The Film (2/5)
Jess Franco's career started to shift drastically in the early 70's. Franco’s early 60's films were a bit more traditional stylistically, but as the 60's drew to a close his style began to evolve. While his work with the producer Harry Alan Towers is still more traditionally cinematic in style, it began to test the limits of violence and sexuality in Franco's cinema. It was in the early 70's after the Tower's period when Franco's cinema took the greatest leap of his entire career. Franco became a director whose work could be considered cinematically unhinged.
Franco's work became greater in quantity during this period sometimes shooting upwards of 8-10 films during a single year, and allowing the concept of a traditional narrative to go straight out the window. It is during this period he made the film Nightmares Come at Night. Nightmares Come at Night was thought to be, like his earlier film Sex Charade to be a lost entry in Franco's filmography. The finished film played in one theater, and then disappeared for decades. The film reemerged in 2004, and was put out on DVD in the U.S. by Media Blasters.
The film is lacking in plot even for a Franco film, and seems to tell the story of Anna (Diana Lorys). A women who works as a stripper, who one night falls for, and moves in with another woman named Cynthia. Anna suffers from horrible nightmares that involve the violent deaths of people she knows, the consequence of these nightmares tend to reveal themselves the next day when the people she dreams about actually turn up dead. While all this is happening, a couple in an adjacent house (Soledad Miranda and Andres Monales) spy on her, possibly plotting a theft in the house when the time is right, and the house is empty.
Nightmares Come at Night is a Franco film for the Franco faithful. This is not a film I would seriously push on people unfamiliar with the man's filmography. It is a film that I myself as a Franco fan had much difficulty getting through. What narrative there is feels extremely muddled, and the film tends to concentrate more on softcore sex, stripping, and dancing then anything resembling exposition. Normally with a Franco film I find his anything goes approach a plus, but I found Nightmares Come at Night, quite a bit of a drag for most of it's running time.
Allegedly the moments with Miranda and Monales were taken from a second incomplete crime feature that Franco was working on, and with a little added shooting made them fit into Nightmares Come at Night. The fact that these fit at all is a testament to the man's ability as a spontaneous filmmaking artist. When taken in as a whole Nightmares Come at Night feels less like a narrative feature film, and more of an avant-garde film experiment. I just cannot be certain that was what Jess intended.
Redemption have presented Franco's Nightmares Come at Night in a AVC encoded 1:66:1 1080p transfer that looks quite excellent for the most part. The colors as presented are vivid and bright, blacks are solid as well for the most part, and detail is pleasing to the eye. That being said there is bit of print damage throughout the film, and also a bit of a mark that runs down the side of the screen during portions of the film.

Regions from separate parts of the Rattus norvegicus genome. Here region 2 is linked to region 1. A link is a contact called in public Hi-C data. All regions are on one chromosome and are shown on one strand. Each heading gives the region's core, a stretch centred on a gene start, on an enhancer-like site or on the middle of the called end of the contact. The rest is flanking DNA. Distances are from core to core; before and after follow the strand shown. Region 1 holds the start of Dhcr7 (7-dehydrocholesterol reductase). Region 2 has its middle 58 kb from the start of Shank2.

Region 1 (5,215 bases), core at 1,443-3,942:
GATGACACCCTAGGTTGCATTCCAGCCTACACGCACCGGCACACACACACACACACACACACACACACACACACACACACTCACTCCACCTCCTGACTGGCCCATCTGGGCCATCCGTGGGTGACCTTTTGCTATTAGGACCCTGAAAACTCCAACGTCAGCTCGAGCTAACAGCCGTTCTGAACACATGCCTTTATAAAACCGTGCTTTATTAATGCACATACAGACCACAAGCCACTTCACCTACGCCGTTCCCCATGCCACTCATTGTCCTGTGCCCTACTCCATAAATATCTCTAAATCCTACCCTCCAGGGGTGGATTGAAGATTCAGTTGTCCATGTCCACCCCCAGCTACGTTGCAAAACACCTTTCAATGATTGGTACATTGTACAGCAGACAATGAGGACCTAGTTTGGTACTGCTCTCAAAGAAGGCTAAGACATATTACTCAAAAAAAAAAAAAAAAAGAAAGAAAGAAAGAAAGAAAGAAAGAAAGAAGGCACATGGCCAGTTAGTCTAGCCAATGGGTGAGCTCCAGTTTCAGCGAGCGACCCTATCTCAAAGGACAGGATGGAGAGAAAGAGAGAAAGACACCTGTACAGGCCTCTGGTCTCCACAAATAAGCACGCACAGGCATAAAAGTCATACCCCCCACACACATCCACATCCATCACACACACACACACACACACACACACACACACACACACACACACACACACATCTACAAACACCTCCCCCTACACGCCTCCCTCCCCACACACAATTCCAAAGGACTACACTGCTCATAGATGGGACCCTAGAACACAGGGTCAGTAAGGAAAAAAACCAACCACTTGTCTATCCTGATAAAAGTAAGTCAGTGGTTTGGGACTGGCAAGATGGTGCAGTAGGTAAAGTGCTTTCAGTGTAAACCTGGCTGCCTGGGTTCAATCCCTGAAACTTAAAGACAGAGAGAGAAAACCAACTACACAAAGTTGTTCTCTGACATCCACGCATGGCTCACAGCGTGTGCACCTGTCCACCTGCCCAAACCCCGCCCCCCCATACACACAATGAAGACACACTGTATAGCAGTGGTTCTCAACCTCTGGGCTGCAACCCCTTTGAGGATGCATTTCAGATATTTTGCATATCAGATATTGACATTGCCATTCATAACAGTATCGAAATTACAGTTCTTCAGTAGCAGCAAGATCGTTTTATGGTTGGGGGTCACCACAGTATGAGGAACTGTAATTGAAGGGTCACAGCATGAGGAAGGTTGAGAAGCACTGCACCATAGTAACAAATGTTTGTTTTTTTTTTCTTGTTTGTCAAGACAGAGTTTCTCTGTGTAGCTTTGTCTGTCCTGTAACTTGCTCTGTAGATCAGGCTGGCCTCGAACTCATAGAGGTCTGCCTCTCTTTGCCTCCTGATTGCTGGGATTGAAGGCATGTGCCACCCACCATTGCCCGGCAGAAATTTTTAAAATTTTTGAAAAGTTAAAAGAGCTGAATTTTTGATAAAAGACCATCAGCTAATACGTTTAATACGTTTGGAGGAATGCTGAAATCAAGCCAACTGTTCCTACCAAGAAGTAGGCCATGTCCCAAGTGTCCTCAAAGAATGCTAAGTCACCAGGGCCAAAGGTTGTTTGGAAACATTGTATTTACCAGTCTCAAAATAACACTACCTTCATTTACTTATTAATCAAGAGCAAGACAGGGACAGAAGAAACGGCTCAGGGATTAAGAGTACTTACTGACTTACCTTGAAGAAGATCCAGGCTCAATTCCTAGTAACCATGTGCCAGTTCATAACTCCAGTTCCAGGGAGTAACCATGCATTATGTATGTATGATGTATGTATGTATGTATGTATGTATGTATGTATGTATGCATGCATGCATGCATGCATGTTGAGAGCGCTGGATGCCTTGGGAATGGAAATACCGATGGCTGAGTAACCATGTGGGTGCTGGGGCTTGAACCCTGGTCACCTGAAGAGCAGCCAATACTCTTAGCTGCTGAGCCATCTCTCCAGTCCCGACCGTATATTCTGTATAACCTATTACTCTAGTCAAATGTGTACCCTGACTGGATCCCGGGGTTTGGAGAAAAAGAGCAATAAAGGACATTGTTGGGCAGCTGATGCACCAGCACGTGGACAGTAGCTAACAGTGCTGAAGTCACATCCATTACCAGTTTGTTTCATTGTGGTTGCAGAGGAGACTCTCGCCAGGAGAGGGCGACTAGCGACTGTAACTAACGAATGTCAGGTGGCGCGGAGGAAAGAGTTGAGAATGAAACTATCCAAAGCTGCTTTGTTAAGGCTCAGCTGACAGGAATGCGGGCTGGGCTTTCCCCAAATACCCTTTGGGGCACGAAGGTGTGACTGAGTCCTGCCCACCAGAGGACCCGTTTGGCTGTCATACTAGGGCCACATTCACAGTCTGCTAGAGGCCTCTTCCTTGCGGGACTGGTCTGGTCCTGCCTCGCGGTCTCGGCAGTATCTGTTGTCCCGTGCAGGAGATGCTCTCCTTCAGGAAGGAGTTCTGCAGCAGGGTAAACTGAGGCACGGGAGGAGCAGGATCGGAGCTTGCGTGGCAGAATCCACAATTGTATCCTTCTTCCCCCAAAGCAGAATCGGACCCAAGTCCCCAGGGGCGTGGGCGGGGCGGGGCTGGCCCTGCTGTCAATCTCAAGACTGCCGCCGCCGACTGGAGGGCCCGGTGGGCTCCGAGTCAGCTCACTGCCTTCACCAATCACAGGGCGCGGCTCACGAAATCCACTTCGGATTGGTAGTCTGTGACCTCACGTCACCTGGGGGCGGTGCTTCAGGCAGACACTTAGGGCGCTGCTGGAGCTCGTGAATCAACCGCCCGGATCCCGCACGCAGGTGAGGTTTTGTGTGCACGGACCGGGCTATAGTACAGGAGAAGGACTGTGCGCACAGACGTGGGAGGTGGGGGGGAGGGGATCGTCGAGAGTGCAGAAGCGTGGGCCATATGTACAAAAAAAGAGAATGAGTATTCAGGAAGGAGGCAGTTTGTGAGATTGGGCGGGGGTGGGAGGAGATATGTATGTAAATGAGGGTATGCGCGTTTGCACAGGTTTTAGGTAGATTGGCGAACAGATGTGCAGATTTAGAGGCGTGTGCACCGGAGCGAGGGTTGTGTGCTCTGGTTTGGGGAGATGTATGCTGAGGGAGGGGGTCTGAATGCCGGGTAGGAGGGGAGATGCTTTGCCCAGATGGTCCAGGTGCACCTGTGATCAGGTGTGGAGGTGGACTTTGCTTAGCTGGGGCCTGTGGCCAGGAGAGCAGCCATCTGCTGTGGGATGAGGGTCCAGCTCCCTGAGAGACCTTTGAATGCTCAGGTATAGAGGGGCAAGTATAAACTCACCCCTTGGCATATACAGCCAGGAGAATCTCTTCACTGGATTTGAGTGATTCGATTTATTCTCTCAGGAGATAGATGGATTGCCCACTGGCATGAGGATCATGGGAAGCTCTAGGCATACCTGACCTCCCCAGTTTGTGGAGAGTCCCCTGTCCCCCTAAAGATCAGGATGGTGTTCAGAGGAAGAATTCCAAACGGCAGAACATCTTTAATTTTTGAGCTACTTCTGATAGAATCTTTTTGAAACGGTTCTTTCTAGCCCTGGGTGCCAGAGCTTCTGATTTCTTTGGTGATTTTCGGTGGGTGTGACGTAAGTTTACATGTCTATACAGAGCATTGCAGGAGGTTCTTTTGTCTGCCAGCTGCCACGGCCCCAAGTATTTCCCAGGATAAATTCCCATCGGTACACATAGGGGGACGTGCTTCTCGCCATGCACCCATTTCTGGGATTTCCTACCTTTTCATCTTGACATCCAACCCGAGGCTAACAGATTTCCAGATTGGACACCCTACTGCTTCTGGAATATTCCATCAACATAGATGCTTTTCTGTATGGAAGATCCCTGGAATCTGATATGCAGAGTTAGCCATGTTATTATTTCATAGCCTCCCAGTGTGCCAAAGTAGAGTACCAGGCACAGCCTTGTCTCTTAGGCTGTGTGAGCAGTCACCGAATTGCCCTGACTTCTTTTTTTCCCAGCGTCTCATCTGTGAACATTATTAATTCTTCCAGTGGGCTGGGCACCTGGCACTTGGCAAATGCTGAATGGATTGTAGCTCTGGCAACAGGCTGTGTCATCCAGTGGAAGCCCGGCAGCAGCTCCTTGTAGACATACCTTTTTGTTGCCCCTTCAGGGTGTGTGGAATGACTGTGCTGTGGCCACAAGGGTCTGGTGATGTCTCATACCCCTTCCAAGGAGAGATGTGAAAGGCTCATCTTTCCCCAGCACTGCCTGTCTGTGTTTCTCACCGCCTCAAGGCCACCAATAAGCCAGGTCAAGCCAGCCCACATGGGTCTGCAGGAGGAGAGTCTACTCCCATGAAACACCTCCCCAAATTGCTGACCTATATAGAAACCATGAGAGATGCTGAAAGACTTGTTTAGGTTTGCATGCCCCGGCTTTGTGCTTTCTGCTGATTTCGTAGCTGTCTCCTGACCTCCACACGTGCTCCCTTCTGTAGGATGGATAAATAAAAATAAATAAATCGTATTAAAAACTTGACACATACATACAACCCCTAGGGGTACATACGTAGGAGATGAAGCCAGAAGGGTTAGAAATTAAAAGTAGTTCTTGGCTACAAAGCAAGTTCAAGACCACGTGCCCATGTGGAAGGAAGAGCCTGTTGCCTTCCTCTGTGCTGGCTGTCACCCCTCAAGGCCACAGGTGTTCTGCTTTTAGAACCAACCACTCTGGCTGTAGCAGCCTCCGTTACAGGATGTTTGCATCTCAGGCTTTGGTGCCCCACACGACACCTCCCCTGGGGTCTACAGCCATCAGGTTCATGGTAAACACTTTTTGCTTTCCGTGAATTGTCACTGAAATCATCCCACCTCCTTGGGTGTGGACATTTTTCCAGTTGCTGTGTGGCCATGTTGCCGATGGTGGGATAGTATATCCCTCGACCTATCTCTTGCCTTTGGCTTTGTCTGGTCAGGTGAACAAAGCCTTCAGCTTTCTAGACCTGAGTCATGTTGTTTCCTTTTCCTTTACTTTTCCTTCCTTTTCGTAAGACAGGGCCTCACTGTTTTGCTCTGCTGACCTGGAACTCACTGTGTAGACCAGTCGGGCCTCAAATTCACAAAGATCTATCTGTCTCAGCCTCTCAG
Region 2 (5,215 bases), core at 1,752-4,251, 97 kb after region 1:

The audio is presented in both French and English LPCM 1.0 mono tracks. Both tracks are servicable with dialogue coming through nice and clearly, as does the score and effects for the film. I did note some minor hissing on the track throughout the feature.
Redemption have put together a solid package for their Blu-ray release of Jess Franco's Nightmares Come at Night. The most substantial and interesting extra on the disc is, of course, the commentary by Video Watchdog editor Tim Lucas who guides us through an informative run through of the film in his usual style. His commentary on these Franco Blu-ray's much like his work on the Bava disc of yore is filled to the brim with interesting facts about the film, and I certainly hope he is brought back by Redemption for future titles, as his presence certainly enhances the viewing experience.
We also get a 20 minute featurette called Eugenie's Nightmares of a Sex Charade which interviews a group of film historians, Eurocine employees, and Franco himself (from older footage) about this film, and this period in Franco's career, and also about the missing Franco film Sex Charade. We then get a 6 minute restoration featurette featuring Little Death director (and Kino Producer) Bret Wood. There is also a shared featurette included on all 3 recent Franco releases called Jess, What are you doing now? Which interviews friends and fans of the director on what he might be doing in a supposed afterlife. The disc is rounded off by trailers for other Kino/Redemption Franco titles.
Not one of Franco's best films, Nightmares Come at NIght is a jazzy bizarre non-linear film from the Spanish cult cinema master. The A/V restoration is quite nice considering the history of the elements, and the extras help make it an excellent package. RECOMMENDED.